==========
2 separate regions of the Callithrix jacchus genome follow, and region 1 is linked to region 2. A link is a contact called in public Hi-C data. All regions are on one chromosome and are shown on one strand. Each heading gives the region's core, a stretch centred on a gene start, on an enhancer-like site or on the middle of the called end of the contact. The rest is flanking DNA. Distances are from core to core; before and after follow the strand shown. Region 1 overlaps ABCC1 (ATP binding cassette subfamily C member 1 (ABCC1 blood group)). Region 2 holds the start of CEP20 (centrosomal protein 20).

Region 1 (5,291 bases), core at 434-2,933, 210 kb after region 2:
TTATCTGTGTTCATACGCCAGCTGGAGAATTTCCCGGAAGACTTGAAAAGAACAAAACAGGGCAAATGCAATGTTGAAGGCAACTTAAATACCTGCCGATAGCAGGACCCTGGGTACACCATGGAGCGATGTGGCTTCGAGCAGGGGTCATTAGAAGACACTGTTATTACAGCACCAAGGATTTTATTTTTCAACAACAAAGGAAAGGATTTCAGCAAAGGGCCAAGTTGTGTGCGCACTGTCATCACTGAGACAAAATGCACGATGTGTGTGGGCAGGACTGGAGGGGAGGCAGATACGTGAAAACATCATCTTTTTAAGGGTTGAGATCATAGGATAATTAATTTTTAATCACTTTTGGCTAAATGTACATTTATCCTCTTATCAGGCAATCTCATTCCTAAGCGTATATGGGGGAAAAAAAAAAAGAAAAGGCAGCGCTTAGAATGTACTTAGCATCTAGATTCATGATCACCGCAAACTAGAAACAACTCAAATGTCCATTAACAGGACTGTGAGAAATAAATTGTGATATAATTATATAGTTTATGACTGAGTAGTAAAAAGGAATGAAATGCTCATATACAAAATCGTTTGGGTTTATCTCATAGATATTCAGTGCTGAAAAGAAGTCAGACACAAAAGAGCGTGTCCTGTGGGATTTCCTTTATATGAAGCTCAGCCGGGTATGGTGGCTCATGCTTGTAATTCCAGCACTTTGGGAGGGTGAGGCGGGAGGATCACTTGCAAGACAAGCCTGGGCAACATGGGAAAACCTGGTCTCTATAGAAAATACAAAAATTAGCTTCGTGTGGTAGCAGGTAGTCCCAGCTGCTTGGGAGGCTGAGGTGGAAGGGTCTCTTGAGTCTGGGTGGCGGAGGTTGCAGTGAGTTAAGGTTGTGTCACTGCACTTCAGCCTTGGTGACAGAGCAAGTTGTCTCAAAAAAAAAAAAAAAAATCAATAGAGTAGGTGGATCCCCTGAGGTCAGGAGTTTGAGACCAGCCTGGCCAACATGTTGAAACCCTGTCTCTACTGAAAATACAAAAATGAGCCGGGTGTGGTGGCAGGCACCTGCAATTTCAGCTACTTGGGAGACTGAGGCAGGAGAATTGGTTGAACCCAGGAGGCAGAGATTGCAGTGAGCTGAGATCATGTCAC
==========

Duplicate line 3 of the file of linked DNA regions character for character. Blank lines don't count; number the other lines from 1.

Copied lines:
TTATCTGTGTTCATACGCCAGCTGGAGAATTTCCCGGAAGACTTGAAAAGAACAAAACAGGGCAAATGCAATGTTGAAGGCAACTTAAATACCTGCCGATAGCAGGACCCTGGGTACACCATGGAGCGATGTGGCTTCGAGCAGGGGTCATTAGAAGACACTGTTATTACAGCACCAAGGATTTTATTTTTCAACAACAAAGGAAAGGATTTCAGCAAAGGGCCAAGTTGTGTGCGCACTGTCATCACTGAGACAAAATGCACGATGTGTGTGGGCAGGACTGGAGGGGAGGCAGATACGTGAAAACATCATCTTTTTAAGGGTTGAGATCATAGGATAATTAATTTTTAATCACTTTTGGCTAAATGTACATTTATCCTCTTATCAGGCAATCTCATTCCTAAGCGTATATGGGGGAAAAAAAAAAAGAAAAGGCAGCGCTTAGAATGTACTTAGCATCTAGATTCATGATCACCGCAAACTAGAAACAACTCAAATGTCCATTAACAGGACTGTGAGAAATAAATTGTGATATAATTATATAGTTTATGACTGAGTAGTAAAAAGGAATGAAATGCTCATATACAAAATCGTTTGGGTTTATCTCATAGATATTCAGTGCTGAAAAGAAGTCAGACACAAAAGAGCGTGTCCTGTGGGATTTCCTTTATATGAAGCTCAGCCGGGTATGGTGGCTCATGCTTGTAATTCCAGCACTTTGGGAGGGTGAGGCGGGAGGATCACTTGCAAGACAAGCCTGGGCAACATGGGAAAACCTGGTCTCTATAGAAAATACAAAAATTAGCTTCGTGTGGTAGCAGGTAGTCCCAGCTGCTTGGGAGGCTGAGGTGGAAGGGTCTCTTGAGTCTGGGTGGCGGAGGTTGCAGTGAGTTAAGGTTGTGTCACTGCACTTCAGCCTTGGTGACAGAGCAAGTTGTCTCAAAAAAAAAAAAAAAAATCAATAGAGTAGGTGGATCCCCTGAGGTCAGGAGTTTGAGACCAGCCTGGCCAACATGTTGAAACCCTGTCTCTACTGAAAATACAAAAATGAGCCGGGTGTGGTGGCAGGCACCTGCAATTTCAGCTACTTGGGAGACTGAGGCAGGAGAATTGGTTGAACCCAGGAGGCAGAGATTGCAGTGAGCTGAGATCATGTCAC